Learning JavaScript

Django is a framework for Python, often compared to Rails for Ruby. One of the differences between the two frameworks is that Django doesn’t offer JavaScript “helpers” that allow you to Ajaxify your web app without actually writing a whit of JavaScript.

As James Bennet points out, it’s actually pretty easy to get Django to send serialised data (XML or JSON) that you can use with XMLHttpRequest. But where are the helpers for developers who want to make use of this Ajaxy goodness? James tells it like it is:

You may have noticed that the above example dealt only with the server side of things, and left out the business of actually constructing and firing off an XMLHttpRequest. That’s as it should be, because — and I know this is heresy — I think people should actually write JavaScript instead of relying on a framework to handle it for them.

Amen! Read the whole thing. It’s extremely well-reasoned and culminates with this:

Using “helpers” to avoid writing JavaScript is bad and wrong. Learn JavaScript. Write JavaScript. It’ll be good for you.

As he points out, once you know the language, you can use libraries to cut development time and make life easier. But that’s completely different to using a library because you don’t want to deal with JavaScript.

There’s a lot of resistance to this idea in the comments (including the ludicrous suggestion that, just because JavaScript can be misused, it should never be used). There is a general chorus of “that’s not my job” from web designers… the same web designers who know all the cross-browser quirks of HTML and CSS inside-out. Why is there such resistance to learning a technology that is clearly useful and, these days, downright necessary?

I think there is a general perception that JavaScript is more complex than it really is. JavaScript is as complex or as simple as you want it to be. As Dean Edwards said, anyone can learn a little JavaScript and if you can learn a little, you can learn a lot.

There is a lot of FUD surrounding cross-browser issues with DOM Scripting. The truth is that JavaScript and the DOM enjoy much, much better cross-browser support than something like CSS. CSS developers might be pleasantly surprised. In my experience, it’s the server-side developers who throw up their hands in horror when something works inconsistently from browser to browser. Front-end coders, on the other hand, are used to working around browser differences. And, like I said, there aren’t nearly as many differences as people seem to think.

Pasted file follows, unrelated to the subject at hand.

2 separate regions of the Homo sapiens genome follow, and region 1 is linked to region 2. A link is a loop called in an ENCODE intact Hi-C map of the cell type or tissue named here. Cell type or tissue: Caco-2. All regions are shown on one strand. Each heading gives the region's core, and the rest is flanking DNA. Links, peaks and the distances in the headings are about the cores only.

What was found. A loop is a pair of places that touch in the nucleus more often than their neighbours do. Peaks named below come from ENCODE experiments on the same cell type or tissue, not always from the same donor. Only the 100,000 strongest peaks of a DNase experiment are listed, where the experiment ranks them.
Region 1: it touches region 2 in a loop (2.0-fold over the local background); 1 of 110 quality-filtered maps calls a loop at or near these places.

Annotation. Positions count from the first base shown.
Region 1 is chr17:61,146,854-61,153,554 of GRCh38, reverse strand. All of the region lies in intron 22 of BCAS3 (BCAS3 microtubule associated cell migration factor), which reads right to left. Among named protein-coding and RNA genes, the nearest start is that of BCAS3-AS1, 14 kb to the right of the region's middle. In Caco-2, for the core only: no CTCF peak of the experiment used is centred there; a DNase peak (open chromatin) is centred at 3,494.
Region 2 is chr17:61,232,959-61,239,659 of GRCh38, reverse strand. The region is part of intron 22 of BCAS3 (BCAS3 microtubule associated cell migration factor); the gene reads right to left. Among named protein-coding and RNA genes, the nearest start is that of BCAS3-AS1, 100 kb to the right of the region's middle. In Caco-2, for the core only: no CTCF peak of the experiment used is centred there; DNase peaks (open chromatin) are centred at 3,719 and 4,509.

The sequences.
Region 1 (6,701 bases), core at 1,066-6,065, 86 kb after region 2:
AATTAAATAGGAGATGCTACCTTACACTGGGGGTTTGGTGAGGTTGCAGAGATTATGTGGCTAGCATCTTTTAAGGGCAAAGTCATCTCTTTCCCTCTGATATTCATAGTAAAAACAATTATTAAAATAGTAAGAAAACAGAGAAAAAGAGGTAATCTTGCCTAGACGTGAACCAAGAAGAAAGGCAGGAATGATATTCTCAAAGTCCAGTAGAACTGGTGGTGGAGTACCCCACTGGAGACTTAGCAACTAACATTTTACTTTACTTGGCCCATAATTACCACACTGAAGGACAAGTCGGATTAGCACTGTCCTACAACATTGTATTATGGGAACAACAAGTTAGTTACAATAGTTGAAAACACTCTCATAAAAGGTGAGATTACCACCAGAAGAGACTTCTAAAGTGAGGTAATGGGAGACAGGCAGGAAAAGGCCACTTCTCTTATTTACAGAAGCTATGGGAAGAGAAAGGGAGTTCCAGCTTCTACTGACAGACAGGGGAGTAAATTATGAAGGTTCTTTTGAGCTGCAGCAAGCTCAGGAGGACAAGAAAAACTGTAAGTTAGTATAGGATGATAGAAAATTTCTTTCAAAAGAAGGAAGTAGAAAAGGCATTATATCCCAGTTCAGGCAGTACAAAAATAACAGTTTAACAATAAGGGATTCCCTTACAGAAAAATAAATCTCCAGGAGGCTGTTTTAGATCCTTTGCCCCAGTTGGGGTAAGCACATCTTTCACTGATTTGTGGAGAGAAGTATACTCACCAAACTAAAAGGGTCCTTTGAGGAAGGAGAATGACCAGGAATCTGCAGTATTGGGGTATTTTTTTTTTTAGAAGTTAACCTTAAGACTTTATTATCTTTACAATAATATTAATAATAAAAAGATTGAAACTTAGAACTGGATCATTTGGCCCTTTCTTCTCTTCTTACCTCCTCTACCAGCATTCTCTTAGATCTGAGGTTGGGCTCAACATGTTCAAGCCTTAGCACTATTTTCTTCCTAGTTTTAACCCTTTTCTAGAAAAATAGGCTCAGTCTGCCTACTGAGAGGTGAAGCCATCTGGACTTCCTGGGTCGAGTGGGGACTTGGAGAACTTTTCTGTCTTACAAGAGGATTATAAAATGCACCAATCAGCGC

Learning JavaScript is something that you can postpone, but you really can’t avoid. If you make websites for a living in this day and age, it is your job to know JavaScript. James puts it even more strongly:

…here and now, in 2006, if you call yourself a “web developer” you have absolutely no excuse for not knowing JavaScript. And if you don’t know JavaScript, you have absolutely no right to call yourself a “web developer”.

Looking at this from the other side, I can understand why learning JavaScript might appear to be a frightening prospect to a web designer. Most of the JavaScript resources out there are pretty high-level: they get quite complex fairly quickly. That’s fine if you have a background in programming, but it’s off-putting for anyone else. The best JavaScript coders aren’t necessarily the best teachers; it can be very hard for them to recall what it was like not to know the basics.

That’s why I wrote the DOM Scripting book. It’s not that I’m a great coder (in fact, I’m decidedly mediocre) but I came to JavaScript from a design background. Some of the reviews on Amazon criticise the book for being too basic and hand-holding. But I think there’s a real need for resources at that level of simplicity.

If you want to learn CSS, there’s a ton of resources available, from the very simple to the very complex. But if you want to learn JavaScript, the resources seem to be non-existant or quite complex.

Also, whenever somebody who is learning JavaScript blogs their latest snippet of code, the reaction can be disheartening. More advanced coders will point out how the script could be improved (which can be helpful or otherwise, depending on the manner in which the advice is given). Others will simply say, “Hey, why not save yourself the trouble and just use this library instead?”